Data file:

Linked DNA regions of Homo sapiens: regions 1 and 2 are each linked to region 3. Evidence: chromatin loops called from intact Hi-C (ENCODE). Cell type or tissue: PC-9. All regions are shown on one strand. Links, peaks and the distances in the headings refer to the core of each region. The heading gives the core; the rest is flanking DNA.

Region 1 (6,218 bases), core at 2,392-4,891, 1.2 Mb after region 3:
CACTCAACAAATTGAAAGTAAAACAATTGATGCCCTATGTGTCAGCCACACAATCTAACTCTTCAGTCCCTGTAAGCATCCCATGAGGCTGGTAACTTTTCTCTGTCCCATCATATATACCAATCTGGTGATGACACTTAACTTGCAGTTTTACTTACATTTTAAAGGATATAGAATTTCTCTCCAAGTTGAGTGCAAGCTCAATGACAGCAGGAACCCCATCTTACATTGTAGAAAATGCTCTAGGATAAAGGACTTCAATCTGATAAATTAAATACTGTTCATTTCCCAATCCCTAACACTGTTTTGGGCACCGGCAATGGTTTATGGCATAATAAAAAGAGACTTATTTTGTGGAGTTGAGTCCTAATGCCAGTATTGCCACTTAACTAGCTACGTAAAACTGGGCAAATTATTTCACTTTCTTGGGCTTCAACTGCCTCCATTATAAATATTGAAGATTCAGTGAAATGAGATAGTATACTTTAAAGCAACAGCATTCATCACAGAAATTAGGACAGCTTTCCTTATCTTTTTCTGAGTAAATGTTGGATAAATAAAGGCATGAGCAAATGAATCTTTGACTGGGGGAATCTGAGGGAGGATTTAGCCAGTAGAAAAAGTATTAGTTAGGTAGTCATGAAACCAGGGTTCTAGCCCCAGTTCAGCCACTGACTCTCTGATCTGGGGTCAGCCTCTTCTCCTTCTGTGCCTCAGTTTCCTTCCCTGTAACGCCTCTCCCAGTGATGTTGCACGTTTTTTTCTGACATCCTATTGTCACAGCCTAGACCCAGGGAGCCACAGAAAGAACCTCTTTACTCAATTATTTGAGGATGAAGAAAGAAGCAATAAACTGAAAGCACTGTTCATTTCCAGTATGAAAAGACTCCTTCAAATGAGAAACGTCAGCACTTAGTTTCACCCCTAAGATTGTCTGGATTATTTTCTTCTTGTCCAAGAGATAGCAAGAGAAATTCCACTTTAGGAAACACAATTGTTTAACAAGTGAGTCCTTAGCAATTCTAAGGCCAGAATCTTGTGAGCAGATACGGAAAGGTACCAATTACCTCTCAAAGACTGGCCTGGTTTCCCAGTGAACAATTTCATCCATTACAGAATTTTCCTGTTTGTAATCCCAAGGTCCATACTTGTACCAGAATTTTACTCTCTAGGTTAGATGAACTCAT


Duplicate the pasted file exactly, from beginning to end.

Linked DNA regions of Homo sapiens: regions 1 and 2 are each linked to region 3. Evidence: chromatin loops called from intact Hi-C (ENCODE). Cell type or tissue: PC-9. All regions are shown on one strand. Links, peaks and the distances in the headings refer to the core of each region. The heading gives the core; the rest is flanking DNA.

Region 1 (6,218 bases), core at 2,392-4,891, 1.2 Mb after region 3:
CACTCAACAAATTGAAAGTAAAACAATTGATGCCCTATGTGTCAGCCACACAATCTAACTCTTCAGTCCCTGTAAGCATCCCATGAGGCTGGTAACTTTTCTCTGTCCCATCATATATACCAATCTGGTGATGACACTTAACTTGCAGTTTTACTTACATTTTAAAGGATATAGAATTTCTCTCCAAGTTGAGTGCAAGCTCAATGACAGCAGGAACCCCATCTTACATTGTAGAAAATGCTCTAGGATAAAGGACTTCAATCTGATAAATTAAATACTGTTCATTTCCCAATCCCTAACACTGTTTTGGGCACCGGCAATGGTTTATGGCATAATAAAAAGAGACTTATTTTGTGGAGTTGAGTCCTAATGCCAGTATTGCCACTTAACTAGCTACGTAAAACTGGGCAAATTATTTCACTTTCTTGGGCTTCAACTGCCTCCATTATAAATATTGAAGATTCAGTGAAATGAGATAGTATACTTTAAAGCAACAGCATTCATCACAGAAATTAGGACAGCTTTCCTTATCTTTTTCTGAGTAAATGTTGGATAAATAAAGGCATGAGCAAATGAATCTTTGACTGGGGGAATCTGAGGGAGGATTTAGCCAGTAGAAAAAGTATTAGTTAGGTAGTCATGAAACCAGGGTTCTAGCCCCAGTTCAGCCACTGACTCTCTGATCTGGGGTCAGCCTCTTCTCCTTCTGTGCCTCAGTTTCCTTCCCTGTAACGCCTCTCCCAGTGATGTTGCACGTTTTTTTCTGACATCCTATTGTCACAGCCTAGACCCAGGGAGCCACAGAAAGAACCTCTTTACTCAATTATTTGAGGATGAAGAAAGAAGCAATAAACTGAAAGCACTGTTCATTTCCAGTATGAAAAGACTCCTTCAAATGAGAAACGTCAGCACTTAGTTTCACCCCTAAGATTGTCTGGATTATTTTCTTCTTGTCCAAGAGATAGCAAGAGAAATTCCACTTTAGGAAACACAATTGTTTAACAAGTGAGTCCTTAGCAATTCTAAGGCCAGAATCTTGTGAGCAGATACGGAAAGGTACCAATTACCTCTCAAAGACTGGCCTGGTTTCCCAGTGAACAATTTCATCCATTACAGAATTTTCCTGTTTGTAATCCCAAGGTCCATACTTGTACCAGAATTTTACTCTCTAGGTTAGATGAACTCAT